Innocent Prince Afli’s thoughts …. Economic effects of COVID-19 on MSMEs’ sustainability


Today, the world is dumbfounded by the emergence of novel coronavirus disease (COVID-19), and every sphere of human life is threatened by the existence COVID-19.  Thousands of lives have been lost to the virus, as well as livelihoods being taken away from people. Nations are still brainstorming on the way forward.

The virus has created two major challenges: namely health and economic challenges to nations of the world. While medical experts are working day and night on finding medical solutions to the pandemic, economists are also finding ways to create economic balance in the world. The health challenge posed by COVID-19 is more far-reaching than what the eyes can see. The virus threatens the human resource capacity of all economies as many lives are being infected on a daily basis.

The economic challenge arises as a result of closure or suspension of businesses due to restrictions on public gathering and overcrowding. This is due to the fact that the virus is said to travel with people, hence movement of people is restricted. Although the virus has affected every facet of human life and nations’ economy, this article analyses the effects of COVID-19 on the sustainability of Micro, Small and Medium Size Enterprises (MSMEs). Also, the writer is not oblivious of the fact that there are some writings in the public domain on the general effect of COVID-19 on businesses, including MSMEs and efforts of Governments all over the world in supporting MSMEs, but rather seeks to contribute to the available literature in a different perspective.


  1. Definition and Nature of MSMEs

Universally, there is no single acceptable standard definition for Micro, Small and Medium Size Enterprises (MSMEs). The definition differs from country to country and central bank to central bank. Mostly, factors such as number of employees, capital investments or assets turnover and sales volume are used in defining MSMEs. For instance, the European Union (2003) defines MSMEs as follows:

  1. The category of micro, small and medium-sized enterprises (SMEs) is made up of enterprises which employ fewer than 250 persons and which have an annual turnover not exceeding €50million, and/or an annual balance sheet total not exceeding €43million.
  2. Within the SME category, a small enterprise is defined as an enterprise which employs fewer than 50 persons and whose annual turnover and/or annual balance sheet total does not exceed €10million.
  3. Within the SME category, a microenterprise is defined as an enterprise which employs fewer than 10 persons and whose annual turnover and/or annual balance sheet total does not exceed €2million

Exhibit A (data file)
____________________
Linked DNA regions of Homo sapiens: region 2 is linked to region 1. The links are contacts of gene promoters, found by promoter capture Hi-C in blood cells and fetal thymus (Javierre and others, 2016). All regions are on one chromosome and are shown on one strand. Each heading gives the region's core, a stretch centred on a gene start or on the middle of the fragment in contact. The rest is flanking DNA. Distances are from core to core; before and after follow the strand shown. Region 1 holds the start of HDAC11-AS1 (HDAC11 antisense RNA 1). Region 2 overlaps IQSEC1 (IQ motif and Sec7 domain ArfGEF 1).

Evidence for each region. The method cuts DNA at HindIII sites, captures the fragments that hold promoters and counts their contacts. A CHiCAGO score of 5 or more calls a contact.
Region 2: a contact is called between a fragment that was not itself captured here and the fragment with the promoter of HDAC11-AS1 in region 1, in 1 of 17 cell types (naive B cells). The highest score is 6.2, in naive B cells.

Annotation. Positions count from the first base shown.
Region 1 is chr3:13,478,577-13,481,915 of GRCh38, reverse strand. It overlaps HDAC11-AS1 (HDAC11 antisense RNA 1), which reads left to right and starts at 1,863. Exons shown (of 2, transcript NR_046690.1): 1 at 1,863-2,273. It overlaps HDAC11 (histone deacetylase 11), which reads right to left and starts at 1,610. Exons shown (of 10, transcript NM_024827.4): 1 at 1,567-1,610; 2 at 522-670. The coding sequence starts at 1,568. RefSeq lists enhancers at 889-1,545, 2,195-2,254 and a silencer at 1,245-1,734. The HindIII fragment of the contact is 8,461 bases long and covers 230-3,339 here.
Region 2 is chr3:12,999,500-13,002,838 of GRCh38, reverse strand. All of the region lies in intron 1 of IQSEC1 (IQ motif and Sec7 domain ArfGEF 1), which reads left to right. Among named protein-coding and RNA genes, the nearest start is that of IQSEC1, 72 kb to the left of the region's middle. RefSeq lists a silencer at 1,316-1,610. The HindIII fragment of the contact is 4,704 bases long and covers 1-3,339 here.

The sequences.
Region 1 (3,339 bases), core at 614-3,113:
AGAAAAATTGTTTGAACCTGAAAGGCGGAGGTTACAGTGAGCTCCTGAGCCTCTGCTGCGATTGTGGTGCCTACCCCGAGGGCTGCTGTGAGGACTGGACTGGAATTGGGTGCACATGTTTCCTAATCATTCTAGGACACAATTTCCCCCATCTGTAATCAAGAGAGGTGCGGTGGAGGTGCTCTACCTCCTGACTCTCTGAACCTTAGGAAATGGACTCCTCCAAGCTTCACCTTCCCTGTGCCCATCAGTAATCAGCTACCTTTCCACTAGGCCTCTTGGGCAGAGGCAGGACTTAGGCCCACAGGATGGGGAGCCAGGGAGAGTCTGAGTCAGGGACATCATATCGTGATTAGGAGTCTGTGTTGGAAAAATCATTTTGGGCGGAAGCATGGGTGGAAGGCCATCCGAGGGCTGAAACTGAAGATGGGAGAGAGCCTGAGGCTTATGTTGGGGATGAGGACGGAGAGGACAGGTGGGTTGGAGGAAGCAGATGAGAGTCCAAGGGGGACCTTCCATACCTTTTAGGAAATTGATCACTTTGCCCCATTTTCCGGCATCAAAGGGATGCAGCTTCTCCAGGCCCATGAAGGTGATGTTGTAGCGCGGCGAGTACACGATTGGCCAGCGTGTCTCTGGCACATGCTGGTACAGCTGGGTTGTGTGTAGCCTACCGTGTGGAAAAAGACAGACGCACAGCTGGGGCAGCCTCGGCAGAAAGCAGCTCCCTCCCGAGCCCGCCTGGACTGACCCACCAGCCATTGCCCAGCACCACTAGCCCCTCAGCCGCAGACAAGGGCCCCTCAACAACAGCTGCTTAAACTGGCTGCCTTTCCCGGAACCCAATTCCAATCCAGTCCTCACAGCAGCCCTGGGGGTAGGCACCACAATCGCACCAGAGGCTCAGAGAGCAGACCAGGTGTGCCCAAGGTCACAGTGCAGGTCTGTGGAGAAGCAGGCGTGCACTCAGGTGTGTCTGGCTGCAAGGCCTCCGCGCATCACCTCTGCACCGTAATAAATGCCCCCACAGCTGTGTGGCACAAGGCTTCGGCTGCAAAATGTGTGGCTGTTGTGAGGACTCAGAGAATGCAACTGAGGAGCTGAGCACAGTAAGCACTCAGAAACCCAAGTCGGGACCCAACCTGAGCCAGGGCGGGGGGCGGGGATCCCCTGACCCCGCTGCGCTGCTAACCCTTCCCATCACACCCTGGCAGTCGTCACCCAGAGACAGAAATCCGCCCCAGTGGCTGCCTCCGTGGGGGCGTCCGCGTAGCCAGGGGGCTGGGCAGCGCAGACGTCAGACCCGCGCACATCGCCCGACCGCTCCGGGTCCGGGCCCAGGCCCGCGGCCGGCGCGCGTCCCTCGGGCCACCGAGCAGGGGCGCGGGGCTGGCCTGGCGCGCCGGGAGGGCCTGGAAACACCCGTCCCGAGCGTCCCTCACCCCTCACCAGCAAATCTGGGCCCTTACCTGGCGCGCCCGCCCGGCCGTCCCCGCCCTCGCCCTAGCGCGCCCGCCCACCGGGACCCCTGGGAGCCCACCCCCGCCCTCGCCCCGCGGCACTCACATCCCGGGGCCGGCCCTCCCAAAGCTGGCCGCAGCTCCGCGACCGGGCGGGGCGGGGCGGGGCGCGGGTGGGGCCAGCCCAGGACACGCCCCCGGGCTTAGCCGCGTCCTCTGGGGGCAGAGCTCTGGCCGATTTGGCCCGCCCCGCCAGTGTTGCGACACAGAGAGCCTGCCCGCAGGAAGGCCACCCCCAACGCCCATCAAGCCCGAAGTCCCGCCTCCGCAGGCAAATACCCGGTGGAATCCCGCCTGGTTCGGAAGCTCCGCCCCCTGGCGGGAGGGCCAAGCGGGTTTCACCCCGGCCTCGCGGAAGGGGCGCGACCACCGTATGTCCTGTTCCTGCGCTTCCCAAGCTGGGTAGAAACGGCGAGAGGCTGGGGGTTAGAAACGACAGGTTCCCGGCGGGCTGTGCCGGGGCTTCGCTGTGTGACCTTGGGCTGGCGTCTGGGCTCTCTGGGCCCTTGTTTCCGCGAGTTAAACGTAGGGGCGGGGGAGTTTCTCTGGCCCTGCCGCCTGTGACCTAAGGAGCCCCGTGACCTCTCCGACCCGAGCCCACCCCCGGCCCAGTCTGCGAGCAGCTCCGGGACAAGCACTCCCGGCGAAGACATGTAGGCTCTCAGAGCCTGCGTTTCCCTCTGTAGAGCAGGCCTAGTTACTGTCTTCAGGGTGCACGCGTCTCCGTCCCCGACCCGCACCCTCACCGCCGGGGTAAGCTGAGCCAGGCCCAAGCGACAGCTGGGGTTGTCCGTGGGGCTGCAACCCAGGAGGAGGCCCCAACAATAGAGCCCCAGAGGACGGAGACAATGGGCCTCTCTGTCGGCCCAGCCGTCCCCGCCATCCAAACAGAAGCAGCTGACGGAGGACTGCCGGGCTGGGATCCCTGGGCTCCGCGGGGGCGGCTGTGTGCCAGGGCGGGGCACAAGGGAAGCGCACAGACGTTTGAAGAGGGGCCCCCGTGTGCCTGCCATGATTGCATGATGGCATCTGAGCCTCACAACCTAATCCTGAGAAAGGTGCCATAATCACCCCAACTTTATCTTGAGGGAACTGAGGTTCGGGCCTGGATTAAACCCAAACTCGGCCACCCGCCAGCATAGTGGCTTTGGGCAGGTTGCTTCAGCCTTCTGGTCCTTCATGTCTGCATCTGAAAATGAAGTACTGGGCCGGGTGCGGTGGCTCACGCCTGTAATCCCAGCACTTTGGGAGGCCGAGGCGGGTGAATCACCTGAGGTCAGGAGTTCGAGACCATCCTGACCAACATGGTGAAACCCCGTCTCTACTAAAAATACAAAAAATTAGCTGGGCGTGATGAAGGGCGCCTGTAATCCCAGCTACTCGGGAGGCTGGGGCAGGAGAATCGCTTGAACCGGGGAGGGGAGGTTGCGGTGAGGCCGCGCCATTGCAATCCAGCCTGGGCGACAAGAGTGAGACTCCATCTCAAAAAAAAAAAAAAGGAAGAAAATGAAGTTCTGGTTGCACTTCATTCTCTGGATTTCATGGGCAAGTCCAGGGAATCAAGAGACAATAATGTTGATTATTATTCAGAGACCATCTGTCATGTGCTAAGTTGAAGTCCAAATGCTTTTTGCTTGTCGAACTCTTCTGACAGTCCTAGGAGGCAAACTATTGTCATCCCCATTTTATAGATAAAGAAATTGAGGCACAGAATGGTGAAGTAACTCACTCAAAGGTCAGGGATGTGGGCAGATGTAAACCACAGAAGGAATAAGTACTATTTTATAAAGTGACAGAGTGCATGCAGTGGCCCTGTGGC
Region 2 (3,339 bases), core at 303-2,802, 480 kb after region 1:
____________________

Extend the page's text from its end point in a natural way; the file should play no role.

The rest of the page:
Also, the Ghana Statistical Service (2015) defined MSMEs using number of employees as follows:

  1. Micro-sized establishments employ 1-5 persons
  2. Small-sized enterprises engage 6-30 employees and
  3. Medium-sized enterprises employ 31-100 persons

This article however adopted the definition espoused by the World Bank Group, which defined MSMEs using number of employees and annual sales/total assets. The World Bank Group (2012) defines MSMEs as:

  1. Micro-enterprise: up to 10 employees; total assets/total annual sales of up to US$100,000; turnover must be in excess of US$400,000, and tangible assets in excess of US$200,000;
  2. Small enterprise: between 10 and 50 employees; total assets/total annual sales between US$100,000 and US$3million;
  3. Medium-sized enterprise: between 50 and 300 employees; total assets/total annual sales between US$3million and US$15

Inferring from the definitions, it is obvious that MSMEs are businesses of micro, small and medium nature in terms of number of employees and volume of sales made. This means that MSMEs by nature are limited to some extent in competing on the open market with larger competing firms. It also implies that MSMEs are dominant in the retail and service sector, with few of them operating in the manufacturing sector. This is obviously influenced by the volume of their capital investment.

Prior to the emergence of COVID-19, MSMEs faced unlimited challenges such as unfair practices by larger firms, financing gap and lack of proper governance structure among others. Also, because of their small nature, MSMEs are not able to maintain enough financial reserves and normally depend on day-to-day production and sales for sustainability. However, due to COVID -19 restrictions, MSMEs have had to suspend their operations for a few weeks; which resulted in loss of revenue and in some cases loss of market shares. This definitely has repercussions on the sustainability of these businesses.


  1. Problem Statement

According to an article published by the International Finance Corporation of the World Bank Group, MSMEs are essential for job creation and growth in emerging markets, which is key for economic development of nations (International Finance Corporation (IFC)/World Bank Group, 2011). In spite of their ability to reduce unemployment and contribute to a nation’s Gross Domestic Product (GDP), MSMEs still face peculiar challenges – some of which are mentioned above. That notwithstanding, it is imperative to note that the consequences of COVID-19 have a high probability of negatively influencing the sustainability of MSMEs.

Sustainability is defined as meeting needs of the present without compromising the ability of future generations to meet their own needs (United Nations, 1987). In a more elaborate manner, sustainability of MSMEs can be referred to as the ability of MSMEs to consolidate their financial gains, expand operations, and continue to remain in business for the foreseeable future. This implies that one cannot achieve sustainability without first having sound financial footings, which is the lifeblood of every business. This is so because every activity in a firm revolves around finance. Hence, MSMEs likelihood of facing sustainability problem arising from worsening financial constraints and its related issues due to the COVID-19 pandemic.